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All About Women—Spain’s Cities Exhibit

October 19, 2006

espana_slide_show España [f.] nosotras, las ciudades (Spain [f.], we, the cities) is an exuberant celebration of Spain’s cities though the voices of her women. It is Spain’s contribution to Venice’s 10th International Architecture Exhibition (aka the Architecture Biennale), which runs through November 19 and ranks among the profession’s most prestigious events. This year’s biennale theme is cities, a departure from the intense focus of the past on trends and celebrity architects. A major part of “Cities, Architecture and Society” consists of the free interpretation of the subject by 50 participating countries. One would never know that architecture is a profession dominated by men in a visit to Spain [f.] we, the cities. Walk into a pavilion, aglow with light. A large morphing portrait of a woman’s face greets you. Each visitor is lent an iPod nano. The large room and four side rooms are dominated by kiosks illuminated from within and topped with a video screen showing a half-length portrait of a woman. Point to the screen with your iPod nano and the woman speaks to you. As you walk through, you can listen in to nearly 100 voices. There is something extremely engaging about the intimate way in which you can approach each woman at her station. She appears at her height and size as in real life, eyes looking out at you or perhaps at the architectural model or drawings she references while being interviewed on camera. The backs of the kiosks are alive with photos and drawings. Some kiosks house architectural models. In the background you may hear the drift of other voices but you always clearly hear the woman in front of you, addressing you. Spain [f.] we, the cities has women of every age from child to nonagenarians, some of them national treasures. A large number are architects and planners, but others are art professionals, a nun, community organizers, taxi driver, bus driver, butcher, clerks, immigrants in their search for work, journalists, students, young people looking for good night spots. We can listen to a real estate agent talking of the boom in sales and elsewhere hear an ecologist lamenting that not enough is being done for the environment. The director of Google in Spain talks about the local and the global, and how one informs the other.

Ninety-four year old Matilde Ucelay—winner of the National Architecture Award 2006 and first woman to receive a degree in architecture in Spain—spoke of her difficulties becoming accredited in the profession.  But surprisingly Ucelay is the only one who focuses on gender and sex discrimination. The architects and planners address their projects with excitement, some with passion. Housing looms large for them, as it does for the nun who finds shelter for the homeless or NGOs who work in neighborhoods, or Spain’s minister of housing. A second nonagenarian talks of her role as organizer of the first neighborhood association in Madrid during the Franco regime, a process that encouraged other democratic actions and helped a demoralized citizenry.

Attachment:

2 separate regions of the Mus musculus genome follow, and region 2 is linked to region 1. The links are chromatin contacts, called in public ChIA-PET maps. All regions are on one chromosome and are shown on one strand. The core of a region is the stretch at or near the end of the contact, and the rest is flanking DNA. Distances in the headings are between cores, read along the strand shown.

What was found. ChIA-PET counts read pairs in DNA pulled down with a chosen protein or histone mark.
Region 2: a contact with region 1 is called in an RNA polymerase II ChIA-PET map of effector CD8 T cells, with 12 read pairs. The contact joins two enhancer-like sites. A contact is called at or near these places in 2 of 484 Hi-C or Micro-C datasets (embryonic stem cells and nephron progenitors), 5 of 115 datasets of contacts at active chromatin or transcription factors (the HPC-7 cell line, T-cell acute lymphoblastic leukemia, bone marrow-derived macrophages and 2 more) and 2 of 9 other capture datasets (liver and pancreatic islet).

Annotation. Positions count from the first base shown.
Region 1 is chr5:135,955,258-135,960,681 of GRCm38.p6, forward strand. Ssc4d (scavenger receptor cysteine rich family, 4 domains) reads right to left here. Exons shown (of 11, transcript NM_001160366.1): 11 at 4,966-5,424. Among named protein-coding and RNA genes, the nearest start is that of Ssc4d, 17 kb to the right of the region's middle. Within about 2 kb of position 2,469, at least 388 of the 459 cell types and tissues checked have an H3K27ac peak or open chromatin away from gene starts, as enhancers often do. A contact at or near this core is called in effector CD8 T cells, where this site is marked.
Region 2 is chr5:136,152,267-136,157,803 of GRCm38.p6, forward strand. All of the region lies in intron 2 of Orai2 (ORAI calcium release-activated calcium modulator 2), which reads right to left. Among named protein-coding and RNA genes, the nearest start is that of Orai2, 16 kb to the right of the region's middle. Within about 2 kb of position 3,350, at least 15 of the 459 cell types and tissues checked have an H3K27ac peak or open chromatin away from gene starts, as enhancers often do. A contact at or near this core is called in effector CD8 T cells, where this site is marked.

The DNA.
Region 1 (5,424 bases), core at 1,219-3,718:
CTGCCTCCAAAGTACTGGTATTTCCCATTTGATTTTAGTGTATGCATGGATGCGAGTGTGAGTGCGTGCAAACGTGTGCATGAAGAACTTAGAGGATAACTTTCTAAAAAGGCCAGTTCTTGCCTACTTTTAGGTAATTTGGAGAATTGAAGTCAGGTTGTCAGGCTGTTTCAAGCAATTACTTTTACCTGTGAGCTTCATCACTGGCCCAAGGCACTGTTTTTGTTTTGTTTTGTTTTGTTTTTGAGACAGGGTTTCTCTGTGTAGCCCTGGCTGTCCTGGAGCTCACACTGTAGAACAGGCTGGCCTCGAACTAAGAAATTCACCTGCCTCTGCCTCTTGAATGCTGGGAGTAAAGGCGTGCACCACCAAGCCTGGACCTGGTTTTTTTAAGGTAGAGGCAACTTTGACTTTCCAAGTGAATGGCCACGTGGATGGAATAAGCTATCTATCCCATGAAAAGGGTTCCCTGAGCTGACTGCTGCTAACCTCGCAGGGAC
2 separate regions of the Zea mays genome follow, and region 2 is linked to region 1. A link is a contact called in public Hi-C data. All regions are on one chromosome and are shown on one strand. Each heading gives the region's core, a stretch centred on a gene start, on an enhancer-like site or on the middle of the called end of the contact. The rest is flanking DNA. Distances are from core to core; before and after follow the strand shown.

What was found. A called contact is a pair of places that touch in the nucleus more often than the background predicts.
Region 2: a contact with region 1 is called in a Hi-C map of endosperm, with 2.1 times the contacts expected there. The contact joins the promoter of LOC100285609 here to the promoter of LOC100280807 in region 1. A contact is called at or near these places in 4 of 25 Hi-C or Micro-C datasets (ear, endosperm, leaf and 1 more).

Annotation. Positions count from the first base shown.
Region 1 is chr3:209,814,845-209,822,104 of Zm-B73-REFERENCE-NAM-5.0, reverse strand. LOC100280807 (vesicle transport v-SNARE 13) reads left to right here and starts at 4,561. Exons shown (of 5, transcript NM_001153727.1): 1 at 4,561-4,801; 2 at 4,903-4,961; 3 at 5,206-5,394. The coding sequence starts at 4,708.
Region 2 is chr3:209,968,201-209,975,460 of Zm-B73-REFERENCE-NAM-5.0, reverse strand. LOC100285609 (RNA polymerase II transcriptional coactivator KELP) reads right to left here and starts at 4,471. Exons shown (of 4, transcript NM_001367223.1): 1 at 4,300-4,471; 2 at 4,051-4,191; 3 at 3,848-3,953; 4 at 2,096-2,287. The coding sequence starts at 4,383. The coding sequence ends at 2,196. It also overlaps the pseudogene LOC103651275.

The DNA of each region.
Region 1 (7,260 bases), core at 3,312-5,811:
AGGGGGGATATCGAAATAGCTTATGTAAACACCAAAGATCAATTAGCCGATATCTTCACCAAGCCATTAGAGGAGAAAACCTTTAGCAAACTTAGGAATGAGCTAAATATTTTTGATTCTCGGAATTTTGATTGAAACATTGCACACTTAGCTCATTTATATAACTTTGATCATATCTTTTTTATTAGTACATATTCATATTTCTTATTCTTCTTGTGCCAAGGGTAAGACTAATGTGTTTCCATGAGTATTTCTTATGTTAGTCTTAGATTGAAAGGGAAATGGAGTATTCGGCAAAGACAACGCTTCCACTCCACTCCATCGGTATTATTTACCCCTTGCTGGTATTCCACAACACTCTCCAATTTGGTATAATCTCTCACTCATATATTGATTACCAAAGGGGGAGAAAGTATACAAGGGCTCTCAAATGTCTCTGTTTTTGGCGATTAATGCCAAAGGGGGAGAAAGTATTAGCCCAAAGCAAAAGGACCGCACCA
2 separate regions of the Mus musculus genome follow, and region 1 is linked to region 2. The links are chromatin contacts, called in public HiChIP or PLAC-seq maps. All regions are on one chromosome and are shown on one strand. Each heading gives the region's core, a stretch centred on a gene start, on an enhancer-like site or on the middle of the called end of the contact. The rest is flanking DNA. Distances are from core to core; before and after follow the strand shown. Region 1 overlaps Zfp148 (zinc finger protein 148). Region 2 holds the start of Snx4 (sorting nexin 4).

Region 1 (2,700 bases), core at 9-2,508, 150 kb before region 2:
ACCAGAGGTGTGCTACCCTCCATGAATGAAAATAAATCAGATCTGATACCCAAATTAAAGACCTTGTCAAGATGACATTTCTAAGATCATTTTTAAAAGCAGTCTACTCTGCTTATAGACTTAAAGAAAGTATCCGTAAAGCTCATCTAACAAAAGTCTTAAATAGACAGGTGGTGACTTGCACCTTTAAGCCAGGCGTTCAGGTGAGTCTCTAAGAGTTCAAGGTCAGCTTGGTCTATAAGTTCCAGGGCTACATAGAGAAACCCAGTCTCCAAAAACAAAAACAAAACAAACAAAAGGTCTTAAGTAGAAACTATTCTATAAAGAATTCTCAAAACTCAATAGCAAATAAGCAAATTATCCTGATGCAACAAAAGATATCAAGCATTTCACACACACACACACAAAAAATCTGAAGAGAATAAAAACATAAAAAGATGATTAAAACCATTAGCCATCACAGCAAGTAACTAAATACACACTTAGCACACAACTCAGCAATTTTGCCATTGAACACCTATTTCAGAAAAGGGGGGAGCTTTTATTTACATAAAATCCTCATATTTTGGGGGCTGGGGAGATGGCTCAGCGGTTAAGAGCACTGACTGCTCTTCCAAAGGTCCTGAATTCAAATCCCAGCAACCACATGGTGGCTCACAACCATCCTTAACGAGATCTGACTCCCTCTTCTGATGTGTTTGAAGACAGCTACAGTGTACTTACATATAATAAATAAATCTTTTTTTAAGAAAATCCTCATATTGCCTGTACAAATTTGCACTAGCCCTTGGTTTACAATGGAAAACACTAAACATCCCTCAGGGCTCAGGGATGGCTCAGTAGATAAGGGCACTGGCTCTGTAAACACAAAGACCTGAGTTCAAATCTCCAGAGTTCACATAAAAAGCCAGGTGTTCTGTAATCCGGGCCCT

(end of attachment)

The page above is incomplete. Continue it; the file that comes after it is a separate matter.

Most surprising to me is that the commissioner/curator of Spain [f.] we, the cities is a man—Manuel Blanco, head of an architectural program at the Universidad Politécnica de Madrid and experienced exhibit designer. It is “normal” to be showing the city through its women, Blanco believes. He proposes through the pavilion that the future is upon us now, at least in Spain. Given carte blanche to design the exhibit, he first decided to present Spain’s cities and its architecture through its citizens. It suddenly struck him that the Spanish words for Spain and city are both feminine gender, and he had his answer. With Spain [f.] we, the cities he could present the cities’ growing diversity through the voices of their women citizens as chorus and as soloists. To capture spontaneity, he interviewed each of the women within 24 hours of making contact. With no advance topic, he asked each to speak for one to three minutes about her work or her city.

Spain [f.] we, the cities throws stereotypes out the window. Every size and shape of woman appears on screen—one with a shiny face and the next who apparently never even walks her dog without loads of mascara. Some of the portraits give us lovely character readings. Spain’s Carmen Maura, known especially to Americans through her roles in the films of Pedro Almodóvar, is here wearing a big smile and decked out in what could be a house-dress. The exhibit is refreshing in its presentation of women and exciting as they share their energy and optimism about the cities they love and the changes taking place in Spain.

The exhibit is well served by technology that is seamlessly orchestrated. The 50 odd computers and the kilometers of cable are hidden. Electronic maps, noting the architectural projects, take us from one Spanish city to another. The large face that greets us is a morphing of all of the faces in the exhibit. Sounds do not overwhelm as we listen to the soloists or step back to view the choir.

Blanco, who hopes to bring the exhibit to New York, commented that good contemporary architecture symbolized what is happening in society. Asked whether he intended the instillation to boost women’s position in architecture today, he answered, “Yes and no.” Yes, because women are still overshadowed by men and not given opportunities. No, because things are already changing. About 60% of his students are women. So, he repeats, his exhibit is “normal,” presenting the future now.